It’s also worth mentioning, as Davis told me, that people from marginalized backgrounds make for a significant portion of the laid-off workforce; at Twitter alone, trimmed costs decimated members of and resources for employee resource groups focused on Black and female Twitterers. Such ex-employees already face a hard-enough time in the job market thanks to systemic disadvantages. The tech slowdown won’t make any of that easier.
There could be options outside of Big Tech. One San Francisco–based venture capital firm is offering potential six-figure loans to startups conceived by recently laid-off techies (though it’s unclear whether such startups will be able to sustain themselves beyond that, thanks to a cooling investment environment). Northwestern University’s Kellogg School of Management is allowing displaced workers to apply for its MBA program without requiring a standardized test. Executives within or adjacent to the tech sector are publicly posting about opportunities at their workplaces.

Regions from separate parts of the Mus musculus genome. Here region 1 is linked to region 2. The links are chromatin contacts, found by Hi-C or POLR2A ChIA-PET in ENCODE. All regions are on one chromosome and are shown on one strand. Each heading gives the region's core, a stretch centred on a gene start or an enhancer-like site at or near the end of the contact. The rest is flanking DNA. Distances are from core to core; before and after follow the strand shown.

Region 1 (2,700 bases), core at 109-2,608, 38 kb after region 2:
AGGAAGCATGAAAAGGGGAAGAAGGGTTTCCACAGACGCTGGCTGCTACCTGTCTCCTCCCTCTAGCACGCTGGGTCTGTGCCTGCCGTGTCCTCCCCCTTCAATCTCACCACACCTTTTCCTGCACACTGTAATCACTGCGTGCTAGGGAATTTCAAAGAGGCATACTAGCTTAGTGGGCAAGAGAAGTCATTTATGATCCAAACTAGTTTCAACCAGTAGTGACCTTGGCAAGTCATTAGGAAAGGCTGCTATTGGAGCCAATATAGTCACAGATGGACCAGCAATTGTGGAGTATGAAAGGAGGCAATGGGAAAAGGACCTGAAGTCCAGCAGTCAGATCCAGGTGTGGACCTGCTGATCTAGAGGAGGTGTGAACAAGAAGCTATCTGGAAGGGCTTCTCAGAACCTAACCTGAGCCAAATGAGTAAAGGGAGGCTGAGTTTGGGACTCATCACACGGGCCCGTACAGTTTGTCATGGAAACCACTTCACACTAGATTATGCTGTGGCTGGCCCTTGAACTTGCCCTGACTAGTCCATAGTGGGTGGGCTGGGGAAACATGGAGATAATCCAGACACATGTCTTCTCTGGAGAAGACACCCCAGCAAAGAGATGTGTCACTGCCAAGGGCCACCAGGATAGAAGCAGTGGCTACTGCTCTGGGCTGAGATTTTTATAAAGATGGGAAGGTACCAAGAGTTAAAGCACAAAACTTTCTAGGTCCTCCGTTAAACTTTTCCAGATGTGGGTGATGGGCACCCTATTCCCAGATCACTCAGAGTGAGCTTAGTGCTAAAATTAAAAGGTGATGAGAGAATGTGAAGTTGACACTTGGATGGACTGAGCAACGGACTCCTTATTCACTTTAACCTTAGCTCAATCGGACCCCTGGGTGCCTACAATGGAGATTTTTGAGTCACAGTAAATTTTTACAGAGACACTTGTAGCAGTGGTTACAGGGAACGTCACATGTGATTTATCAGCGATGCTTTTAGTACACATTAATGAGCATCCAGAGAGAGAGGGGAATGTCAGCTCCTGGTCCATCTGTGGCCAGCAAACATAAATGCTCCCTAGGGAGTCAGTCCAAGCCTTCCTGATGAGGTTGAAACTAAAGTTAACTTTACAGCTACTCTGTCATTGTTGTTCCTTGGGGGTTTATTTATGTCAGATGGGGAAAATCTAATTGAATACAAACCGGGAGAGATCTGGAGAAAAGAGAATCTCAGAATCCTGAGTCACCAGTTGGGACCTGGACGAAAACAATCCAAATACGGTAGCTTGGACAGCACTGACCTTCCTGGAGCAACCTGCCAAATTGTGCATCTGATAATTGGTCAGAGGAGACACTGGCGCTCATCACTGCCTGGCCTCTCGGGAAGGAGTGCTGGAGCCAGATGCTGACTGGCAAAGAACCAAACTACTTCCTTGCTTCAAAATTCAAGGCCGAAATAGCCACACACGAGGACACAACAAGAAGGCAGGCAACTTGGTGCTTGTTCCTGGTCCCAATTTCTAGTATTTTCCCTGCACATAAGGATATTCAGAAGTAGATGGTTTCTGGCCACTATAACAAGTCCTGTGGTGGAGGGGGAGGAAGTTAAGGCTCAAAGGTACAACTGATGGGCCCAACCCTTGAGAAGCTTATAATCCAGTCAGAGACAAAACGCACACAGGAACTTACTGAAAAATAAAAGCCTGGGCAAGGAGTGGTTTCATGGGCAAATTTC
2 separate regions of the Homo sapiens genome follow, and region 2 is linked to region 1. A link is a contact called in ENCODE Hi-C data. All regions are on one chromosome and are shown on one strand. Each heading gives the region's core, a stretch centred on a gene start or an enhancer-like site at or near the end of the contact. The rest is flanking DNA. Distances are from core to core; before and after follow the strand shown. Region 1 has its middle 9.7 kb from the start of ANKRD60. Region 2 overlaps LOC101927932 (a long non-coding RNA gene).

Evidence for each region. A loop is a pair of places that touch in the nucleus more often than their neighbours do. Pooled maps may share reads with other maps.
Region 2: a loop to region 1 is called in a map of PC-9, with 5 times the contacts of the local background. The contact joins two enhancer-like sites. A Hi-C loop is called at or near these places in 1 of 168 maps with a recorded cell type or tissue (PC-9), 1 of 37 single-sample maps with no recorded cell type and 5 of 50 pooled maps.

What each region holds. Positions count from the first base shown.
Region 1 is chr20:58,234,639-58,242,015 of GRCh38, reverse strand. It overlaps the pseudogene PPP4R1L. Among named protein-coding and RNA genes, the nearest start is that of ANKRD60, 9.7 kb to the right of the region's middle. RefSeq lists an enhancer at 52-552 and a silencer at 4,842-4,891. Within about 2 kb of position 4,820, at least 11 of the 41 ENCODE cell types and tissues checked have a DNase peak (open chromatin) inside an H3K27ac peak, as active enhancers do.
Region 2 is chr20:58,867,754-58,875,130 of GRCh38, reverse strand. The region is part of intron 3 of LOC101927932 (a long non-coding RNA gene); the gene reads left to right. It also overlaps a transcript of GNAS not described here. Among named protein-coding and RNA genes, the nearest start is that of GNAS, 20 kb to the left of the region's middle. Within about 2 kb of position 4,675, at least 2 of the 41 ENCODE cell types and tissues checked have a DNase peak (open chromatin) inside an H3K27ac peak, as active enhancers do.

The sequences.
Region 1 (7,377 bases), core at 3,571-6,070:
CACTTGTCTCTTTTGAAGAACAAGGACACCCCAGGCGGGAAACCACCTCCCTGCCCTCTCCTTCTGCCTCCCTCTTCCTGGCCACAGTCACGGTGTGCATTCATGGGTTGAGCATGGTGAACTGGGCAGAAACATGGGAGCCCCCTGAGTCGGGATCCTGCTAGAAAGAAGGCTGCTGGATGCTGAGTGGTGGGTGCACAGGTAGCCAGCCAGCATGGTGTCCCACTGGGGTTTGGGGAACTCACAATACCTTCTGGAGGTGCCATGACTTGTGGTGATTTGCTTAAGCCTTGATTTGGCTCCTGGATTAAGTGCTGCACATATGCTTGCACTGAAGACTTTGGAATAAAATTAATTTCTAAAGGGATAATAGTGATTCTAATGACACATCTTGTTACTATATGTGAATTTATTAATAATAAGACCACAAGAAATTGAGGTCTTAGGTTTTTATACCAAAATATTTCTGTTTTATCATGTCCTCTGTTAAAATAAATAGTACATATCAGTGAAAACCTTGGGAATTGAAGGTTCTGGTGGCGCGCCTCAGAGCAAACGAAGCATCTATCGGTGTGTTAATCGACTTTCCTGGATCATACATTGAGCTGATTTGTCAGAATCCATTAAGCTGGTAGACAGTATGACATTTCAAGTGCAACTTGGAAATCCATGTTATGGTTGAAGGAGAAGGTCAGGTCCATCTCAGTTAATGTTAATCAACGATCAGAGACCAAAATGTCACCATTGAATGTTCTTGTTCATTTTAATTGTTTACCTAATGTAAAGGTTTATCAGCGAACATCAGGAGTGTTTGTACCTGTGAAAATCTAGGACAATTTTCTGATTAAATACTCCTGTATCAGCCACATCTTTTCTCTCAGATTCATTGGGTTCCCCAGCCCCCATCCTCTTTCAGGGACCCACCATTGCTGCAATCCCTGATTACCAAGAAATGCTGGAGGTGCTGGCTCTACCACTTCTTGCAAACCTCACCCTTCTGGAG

The green-tech sector, which is riding a high of increased demand and government funding, is particularly eager to recruit some of these laid-off and highly skilled workers, as the tech publication Protocol—RIP—recently reported. One of the firms pushing this recruiting attempt, Climate Draft, refers to itself as “a member-supported coalition of climate tech startups and VCs on a mission to collectively bring more top talent, investment, and commercial opportunities into the space.” It’s a relatively new venture, having launched only two months ago, but co-founder and CEO Jonathan Strauss told me its membership already represents “close to $10 billion of climate assets,” including venture capital funds and renewable-energy software. “There are three categories of talent the climate sector needs: engineers for hardware, coders for software, and people who know how to run a startup or business,” he said. “We’re here to provide them an on-ramp to climate tech, which can otherwise be a fragmented marketplace.”